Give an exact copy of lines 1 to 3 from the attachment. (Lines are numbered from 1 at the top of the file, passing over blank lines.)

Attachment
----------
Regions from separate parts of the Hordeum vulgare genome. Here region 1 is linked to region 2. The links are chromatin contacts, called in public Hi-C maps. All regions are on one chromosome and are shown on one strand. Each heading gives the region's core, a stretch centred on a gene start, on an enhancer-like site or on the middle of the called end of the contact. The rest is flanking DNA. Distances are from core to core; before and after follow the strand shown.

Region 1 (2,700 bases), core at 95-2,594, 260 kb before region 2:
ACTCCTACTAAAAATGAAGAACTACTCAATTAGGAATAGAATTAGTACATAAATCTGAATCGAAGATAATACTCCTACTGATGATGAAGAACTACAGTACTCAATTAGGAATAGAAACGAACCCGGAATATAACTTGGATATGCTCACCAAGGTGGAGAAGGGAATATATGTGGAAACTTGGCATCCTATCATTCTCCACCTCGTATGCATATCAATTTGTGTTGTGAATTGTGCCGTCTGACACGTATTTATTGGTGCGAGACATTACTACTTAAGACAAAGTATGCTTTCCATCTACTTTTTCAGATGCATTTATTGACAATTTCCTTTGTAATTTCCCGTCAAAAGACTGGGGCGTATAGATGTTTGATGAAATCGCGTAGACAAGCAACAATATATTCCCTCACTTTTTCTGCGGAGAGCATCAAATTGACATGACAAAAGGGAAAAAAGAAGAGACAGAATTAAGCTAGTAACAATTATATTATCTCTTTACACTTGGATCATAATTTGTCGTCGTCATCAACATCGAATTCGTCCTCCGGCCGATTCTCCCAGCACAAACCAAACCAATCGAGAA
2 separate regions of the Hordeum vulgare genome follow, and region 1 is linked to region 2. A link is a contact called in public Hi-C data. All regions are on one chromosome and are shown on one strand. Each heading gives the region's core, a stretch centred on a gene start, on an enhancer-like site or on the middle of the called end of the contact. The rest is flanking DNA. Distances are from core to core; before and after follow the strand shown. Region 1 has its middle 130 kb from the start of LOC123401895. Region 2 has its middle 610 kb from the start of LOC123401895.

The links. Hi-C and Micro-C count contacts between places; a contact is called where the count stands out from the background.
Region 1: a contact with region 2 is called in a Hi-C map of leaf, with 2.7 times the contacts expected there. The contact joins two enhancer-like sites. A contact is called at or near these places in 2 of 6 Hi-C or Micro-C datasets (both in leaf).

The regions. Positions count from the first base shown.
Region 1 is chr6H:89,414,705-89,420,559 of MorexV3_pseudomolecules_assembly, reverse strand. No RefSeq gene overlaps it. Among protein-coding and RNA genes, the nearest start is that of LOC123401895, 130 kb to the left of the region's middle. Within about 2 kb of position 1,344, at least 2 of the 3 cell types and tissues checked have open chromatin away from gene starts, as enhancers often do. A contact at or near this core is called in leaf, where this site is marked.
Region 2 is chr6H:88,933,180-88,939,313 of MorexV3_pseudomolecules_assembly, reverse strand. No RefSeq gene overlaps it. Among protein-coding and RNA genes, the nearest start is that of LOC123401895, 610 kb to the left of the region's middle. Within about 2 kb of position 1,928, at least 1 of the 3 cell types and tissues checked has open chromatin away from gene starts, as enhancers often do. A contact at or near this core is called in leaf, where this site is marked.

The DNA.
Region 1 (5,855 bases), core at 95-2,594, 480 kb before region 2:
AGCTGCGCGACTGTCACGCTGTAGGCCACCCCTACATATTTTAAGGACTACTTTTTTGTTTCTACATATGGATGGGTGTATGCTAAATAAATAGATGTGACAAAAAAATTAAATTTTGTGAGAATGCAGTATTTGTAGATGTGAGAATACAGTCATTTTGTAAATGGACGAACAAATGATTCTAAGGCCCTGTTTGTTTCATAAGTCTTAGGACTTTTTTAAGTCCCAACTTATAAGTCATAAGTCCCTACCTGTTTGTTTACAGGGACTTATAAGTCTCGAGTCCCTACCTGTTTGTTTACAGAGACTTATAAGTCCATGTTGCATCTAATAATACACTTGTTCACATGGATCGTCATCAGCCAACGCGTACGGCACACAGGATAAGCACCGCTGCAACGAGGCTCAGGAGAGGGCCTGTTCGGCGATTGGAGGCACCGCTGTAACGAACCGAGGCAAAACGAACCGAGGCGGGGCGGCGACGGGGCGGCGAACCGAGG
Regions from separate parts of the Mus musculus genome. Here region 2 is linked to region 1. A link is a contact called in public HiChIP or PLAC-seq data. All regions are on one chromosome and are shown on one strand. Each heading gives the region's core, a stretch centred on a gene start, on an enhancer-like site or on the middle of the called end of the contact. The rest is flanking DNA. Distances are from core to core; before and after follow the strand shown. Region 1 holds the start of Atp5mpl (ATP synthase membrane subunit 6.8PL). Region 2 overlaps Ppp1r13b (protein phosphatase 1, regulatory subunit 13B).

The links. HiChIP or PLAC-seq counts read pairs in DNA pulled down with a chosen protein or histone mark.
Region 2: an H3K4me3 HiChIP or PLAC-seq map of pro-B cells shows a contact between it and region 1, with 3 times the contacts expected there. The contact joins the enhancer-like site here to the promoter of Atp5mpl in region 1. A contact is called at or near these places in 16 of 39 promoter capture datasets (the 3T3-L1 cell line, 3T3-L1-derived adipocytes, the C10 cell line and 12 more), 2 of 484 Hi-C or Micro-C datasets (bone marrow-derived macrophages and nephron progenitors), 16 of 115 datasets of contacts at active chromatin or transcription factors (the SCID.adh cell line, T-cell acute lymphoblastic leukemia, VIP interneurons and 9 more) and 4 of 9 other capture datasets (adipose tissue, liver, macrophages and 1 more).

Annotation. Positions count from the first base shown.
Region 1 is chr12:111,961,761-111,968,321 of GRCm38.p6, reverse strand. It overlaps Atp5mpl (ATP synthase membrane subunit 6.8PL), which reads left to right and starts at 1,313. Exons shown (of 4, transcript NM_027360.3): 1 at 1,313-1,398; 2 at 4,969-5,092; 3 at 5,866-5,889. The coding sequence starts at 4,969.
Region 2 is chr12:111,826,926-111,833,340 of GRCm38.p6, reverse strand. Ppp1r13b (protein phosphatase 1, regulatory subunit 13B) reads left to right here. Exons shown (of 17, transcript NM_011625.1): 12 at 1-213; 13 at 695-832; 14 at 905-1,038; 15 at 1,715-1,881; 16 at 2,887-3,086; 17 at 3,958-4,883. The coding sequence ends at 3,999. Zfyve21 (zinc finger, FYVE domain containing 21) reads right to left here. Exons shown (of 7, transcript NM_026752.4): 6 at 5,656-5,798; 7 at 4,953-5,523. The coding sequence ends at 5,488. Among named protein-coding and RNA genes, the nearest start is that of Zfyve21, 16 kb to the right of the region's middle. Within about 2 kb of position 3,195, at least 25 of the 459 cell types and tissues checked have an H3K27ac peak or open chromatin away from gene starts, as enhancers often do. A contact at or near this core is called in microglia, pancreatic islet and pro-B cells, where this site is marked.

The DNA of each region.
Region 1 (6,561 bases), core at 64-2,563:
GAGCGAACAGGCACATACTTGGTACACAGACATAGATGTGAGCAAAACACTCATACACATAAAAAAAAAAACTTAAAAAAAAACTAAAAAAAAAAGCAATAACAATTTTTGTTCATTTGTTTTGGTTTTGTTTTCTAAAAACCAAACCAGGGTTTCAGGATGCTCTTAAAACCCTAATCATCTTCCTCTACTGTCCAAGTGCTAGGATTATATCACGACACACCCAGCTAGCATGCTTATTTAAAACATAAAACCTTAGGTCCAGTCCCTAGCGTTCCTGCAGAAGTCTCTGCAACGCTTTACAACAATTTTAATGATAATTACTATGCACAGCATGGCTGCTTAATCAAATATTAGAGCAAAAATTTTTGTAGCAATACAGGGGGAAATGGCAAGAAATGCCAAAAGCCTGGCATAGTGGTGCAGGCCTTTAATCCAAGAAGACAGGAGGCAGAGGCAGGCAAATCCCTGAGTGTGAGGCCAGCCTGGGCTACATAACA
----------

Regions from separate parts of the Hordeum vulgare genome. Here region 1 is linked to region 2. The links are chromatin contacts, called in public Hi-C maps. All regions are on one chromosome and are shown on one strand. Each heading gives the region's core, a stretch centred on a gene start, on an enhancer-like site or on the middle of the called end of the contact. The rest is flanking DNA. Distances are from core to core; before and after follow the strand shown.

Region 1 (2,700 bases), core at 95-2,594, 260 kb before region 2:
ACTCCTACTAAAAATGAAGAACTACTCAATTAGGAATAGAATTAGTACATAAATCTGAATCGAAGATAATACTCCTACTGATGATGAAGAACTACAGTACTCAATTAGGAATAGAAACGAACCCGGAATATAACTTGGATATGCTCACCAAGGTGGAGAAGGGAATATATGTGGAAACTTGGCATCCTATCATTCTCCACCTCGTATGCATATCAATTTGTGTTGTGAATTGTGCCGTCTGACACGTATTTATTGGTGCGAGACATTACTACTTAAGACAAAGTATGCTTTCCATCTACTTTTTCAGATGCATTTATTGACAATTTCCTTTGTAATTTCCCGTCAAAAGACTGGGGCGTATAGATGTTTGATGAAATCGCGTAGACAAGCAACAATATATTCCCTCACTTTTTCTGCGGAGAGCATCAAATTGACATGACAAAAGGGAAAAAAGAAGAGACAGAATTAAGCTAGTAACAATTATATTATCTCTTTACACTTGGATCATAATTTGTCGTCGTCATCAACATCGAATTCGTCCTCCGGCCGATTCTCCCAGCACAAACCAAACCAATCGAGAA